Alleged WWII British Combined Operations
Formation Badges ("Tombstone" Configuration")
Figure 1a - Another pair of Combined Operations formation badges in the "tombstone" configuration, being offered on e-Bay by the same seller. The same observations as for Figure 1 apply here, with the exception that the shape of the anchor flukes has improved.


Genuine WWII British Combined Operations
Formation Badge

Figure 2 - A genuine original WWII Combined Operations formation badge. Contrast the orientation and placement of the insignia on the background material and the brightness of the red embroidery. Note the sharpness and level of detail in the execution of all elements of the design. The anchor is derived from the standard configuration of Baldt anchor, widely in use at the time. Note the shape of the anchor flukes. The eagle replicates the design found in Royal Air Force badges of the same vintage. Note the graceful slope of the wings and the beak of the  eagle. The M1921 Thompson sub-machine gun can actually be identified. Note the Cutts compensator on the muzzle, the fore-grip, trigger group, bolt, rear sight group and the accurate shape of the stock (Courtesy of www.combinedops.com, Geoff Slee and Terry Carney).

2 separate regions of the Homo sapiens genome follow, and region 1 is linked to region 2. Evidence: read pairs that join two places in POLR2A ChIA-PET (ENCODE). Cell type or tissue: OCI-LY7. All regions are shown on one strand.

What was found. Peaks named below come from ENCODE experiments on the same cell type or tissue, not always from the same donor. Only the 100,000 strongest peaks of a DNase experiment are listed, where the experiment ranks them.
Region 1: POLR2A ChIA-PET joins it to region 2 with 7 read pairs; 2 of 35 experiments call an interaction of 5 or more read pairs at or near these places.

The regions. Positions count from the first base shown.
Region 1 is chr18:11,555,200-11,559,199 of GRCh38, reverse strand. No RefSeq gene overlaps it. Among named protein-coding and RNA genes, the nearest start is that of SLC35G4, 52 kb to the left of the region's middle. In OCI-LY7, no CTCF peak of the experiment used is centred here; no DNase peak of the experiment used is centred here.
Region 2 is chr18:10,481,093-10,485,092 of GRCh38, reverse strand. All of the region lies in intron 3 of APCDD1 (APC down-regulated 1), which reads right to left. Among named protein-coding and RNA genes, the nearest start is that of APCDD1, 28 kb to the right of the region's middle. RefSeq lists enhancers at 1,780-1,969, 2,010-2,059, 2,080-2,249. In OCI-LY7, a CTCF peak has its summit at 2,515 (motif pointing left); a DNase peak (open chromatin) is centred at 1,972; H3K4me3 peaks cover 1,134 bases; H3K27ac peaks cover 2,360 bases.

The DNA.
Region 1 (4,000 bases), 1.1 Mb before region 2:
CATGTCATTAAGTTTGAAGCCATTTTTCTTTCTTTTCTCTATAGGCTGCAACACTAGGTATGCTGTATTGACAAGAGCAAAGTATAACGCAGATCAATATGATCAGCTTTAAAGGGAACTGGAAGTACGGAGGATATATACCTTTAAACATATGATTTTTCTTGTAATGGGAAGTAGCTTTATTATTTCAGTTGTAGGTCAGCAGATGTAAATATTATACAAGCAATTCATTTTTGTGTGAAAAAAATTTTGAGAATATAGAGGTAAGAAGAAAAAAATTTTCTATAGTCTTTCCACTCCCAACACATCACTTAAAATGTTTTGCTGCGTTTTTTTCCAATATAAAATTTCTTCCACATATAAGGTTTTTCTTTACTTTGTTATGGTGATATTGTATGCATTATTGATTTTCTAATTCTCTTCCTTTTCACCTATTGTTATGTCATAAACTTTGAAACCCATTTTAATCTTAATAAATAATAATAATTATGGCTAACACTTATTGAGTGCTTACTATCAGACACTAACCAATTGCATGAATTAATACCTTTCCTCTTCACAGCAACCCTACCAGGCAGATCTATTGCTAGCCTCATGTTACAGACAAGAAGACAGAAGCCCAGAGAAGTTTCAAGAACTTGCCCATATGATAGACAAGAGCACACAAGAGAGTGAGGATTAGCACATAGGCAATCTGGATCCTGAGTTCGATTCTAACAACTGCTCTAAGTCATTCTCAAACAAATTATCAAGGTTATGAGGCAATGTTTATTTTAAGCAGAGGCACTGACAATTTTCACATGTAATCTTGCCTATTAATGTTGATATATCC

Alleged "variant"